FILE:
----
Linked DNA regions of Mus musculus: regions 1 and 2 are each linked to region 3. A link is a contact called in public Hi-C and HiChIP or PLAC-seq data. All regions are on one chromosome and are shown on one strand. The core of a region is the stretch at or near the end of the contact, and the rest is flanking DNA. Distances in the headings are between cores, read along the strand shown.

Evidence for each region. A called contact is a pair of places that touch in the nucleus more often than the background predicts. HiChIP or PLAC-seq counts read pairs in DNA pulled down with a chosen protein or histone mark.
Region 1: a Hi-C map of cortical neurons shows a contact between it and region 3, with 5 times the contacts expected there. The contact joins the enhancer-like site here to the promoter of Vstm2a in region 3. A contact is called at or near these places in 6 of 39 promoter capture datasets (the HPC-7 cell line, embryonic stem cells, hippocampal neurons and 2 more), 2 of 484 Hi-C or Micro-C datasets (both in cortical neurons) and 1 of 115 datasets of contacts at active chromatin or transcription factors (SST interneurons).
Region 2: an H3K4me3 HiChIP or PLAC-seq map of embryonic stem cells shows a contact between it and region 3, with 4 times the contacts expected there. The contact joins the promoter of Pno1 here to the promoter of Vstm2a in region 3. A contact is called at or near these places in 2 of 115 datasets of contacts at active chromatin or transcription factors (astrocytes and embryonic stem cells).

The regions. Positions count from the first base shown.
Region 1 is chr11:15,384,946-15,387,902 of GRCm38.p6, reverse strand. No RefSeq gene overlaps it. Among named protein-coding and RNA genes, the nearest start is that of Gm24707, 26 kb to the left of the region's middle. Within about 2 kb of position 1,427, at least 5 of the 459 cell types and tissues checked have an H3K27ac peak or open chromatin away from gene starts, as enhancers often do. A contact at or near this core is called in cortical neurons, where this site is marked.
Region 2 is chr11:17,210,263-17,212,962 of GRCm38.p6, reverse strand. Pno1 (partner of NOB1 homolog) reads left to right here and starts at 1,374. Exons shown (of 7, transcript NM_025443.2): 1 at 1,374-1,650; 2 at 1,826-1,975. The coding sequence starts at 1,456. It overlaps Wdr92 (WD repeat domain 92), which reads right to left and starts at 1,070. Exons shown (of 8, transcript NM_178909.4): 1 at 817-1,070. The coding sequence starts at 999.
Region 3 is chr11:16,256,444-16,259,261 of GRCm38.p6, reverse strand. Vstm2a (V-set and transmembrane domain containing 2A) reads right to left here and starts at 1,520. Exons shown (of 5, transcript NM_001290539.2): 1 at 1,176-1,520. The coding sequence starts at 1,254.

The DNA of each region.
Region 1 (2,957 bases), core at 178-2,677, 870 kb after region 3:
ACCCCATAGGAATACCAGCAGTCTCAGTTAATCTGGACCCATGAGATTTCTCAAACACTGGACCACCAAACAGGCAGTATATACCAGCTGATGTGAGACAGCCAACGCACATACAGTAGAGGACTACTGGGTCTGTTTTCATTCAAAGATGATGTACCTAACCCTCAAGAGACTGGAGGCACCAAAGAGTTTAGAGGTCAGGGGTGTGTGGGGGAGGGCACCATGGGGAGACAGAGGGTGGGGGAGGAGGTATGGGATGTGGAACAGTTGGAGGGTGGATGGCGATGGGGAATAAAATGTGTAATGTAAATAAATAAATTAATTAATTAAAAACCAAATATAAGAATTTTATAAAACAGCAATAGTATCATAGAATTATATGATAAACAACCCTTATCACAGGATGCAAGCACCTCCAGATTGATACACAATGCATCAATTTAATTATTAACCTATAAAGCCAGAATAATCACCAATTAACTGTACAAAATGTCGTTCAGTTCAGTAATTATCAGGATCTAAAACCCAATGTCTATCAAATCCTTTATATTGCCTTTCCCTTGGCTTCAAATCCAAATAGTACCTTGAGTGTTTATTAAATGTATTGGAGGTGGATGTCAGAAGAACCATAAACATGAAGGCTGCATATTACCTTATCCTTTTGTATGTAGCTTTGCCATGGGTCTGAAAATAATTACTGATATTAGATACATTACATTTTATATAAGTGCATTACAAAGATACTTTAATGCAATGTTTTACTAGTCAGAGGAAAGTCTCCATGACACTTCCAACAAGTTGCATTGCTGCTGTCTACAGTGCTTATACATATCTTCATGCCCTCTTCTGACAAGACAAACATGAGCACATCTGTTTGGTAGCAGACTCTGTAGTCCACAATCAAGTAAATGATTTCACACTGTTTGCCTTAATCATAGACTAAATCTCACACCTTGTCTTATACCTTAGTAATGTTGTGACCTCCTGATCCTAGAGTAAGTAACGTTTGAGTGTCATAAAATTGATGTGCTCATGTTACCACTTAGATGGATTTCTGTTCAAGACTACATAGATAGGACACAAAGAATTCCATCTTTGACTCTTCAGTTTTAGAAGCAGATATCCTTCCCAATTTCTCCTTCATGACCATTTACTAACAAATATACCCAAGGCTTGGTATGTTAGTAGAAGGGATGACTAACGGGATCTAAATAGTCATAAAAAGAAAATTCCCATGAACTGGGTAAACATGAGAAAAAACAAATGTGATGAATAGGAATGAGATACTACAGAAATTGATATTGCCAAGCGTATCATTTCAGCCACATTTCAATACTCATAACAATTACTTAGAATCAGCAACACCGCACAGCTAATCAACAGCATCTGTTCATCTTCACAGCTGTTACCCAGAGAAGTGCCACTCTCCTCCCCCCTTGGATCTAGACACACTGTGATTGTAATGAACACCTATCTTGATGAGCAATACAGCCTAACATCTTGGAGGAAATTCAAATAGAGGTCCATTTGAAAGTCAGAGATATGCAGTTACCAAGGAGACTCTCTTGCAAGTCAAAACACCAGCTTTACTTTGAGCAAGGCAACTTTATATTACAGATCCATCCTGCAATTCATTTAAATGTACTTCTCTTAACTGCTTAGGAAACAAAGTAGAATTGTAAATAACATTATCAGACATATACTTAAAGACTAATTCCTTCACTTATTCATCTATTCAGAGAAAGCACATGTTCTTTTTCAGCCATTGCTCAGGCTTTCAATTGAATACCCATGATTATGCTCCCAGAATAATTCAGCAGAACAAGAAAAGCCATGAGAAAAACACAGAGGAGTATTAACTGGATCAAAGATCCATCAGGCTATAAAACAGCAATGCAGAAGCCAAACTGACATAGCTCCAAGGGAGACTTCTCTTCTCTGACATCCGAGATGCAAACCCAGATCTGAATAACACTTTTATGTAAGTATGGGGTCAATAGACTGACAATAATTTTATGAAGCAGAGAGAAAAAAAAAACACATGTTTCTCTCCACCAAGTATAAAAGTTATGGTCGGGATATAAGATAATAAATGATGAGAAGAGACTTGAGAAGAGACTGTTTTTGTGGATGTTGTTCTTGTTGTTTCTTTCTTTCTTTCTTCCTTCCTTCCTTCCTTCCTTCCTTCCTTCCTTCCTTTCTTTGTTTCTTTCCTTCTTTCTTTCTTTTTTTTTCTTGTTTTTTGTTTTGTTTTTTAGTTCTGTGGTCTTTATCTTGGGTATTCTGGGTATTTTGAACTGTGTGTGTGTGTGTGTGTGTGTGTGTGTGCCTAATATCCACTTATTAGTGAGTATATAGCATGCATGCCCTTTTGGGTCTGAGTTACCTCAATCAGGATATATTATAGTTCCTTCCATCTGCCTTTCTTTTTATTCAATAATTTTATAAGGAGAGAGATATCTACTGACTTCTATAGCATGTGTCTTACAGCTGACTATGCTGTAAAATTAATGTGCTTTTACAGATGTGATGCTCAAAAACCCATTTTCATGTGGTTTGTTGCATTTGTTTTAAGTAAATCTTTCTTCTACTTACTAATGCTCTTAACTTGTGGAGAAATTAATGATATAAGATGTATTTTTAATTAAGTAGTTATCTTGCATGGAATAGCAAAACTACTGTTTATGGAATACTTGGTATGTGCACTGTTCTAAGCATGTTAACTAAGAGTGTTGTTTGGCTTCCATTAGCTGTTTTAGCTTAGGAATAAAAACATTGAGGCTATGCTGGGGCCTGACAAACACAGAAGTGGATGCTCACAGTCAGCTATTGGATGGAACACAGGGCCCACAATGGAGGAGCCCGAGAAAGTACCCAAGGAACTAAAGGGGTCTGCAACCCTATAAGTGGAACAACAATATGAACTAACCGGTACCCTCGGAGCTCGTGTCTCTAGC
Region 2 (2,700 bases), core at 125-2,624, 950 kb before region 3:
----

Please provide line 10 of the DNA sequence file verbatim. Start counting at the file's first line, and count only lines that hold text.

Region 1 (2,957 bases), core at 178-2,677, 870 kb after region 3: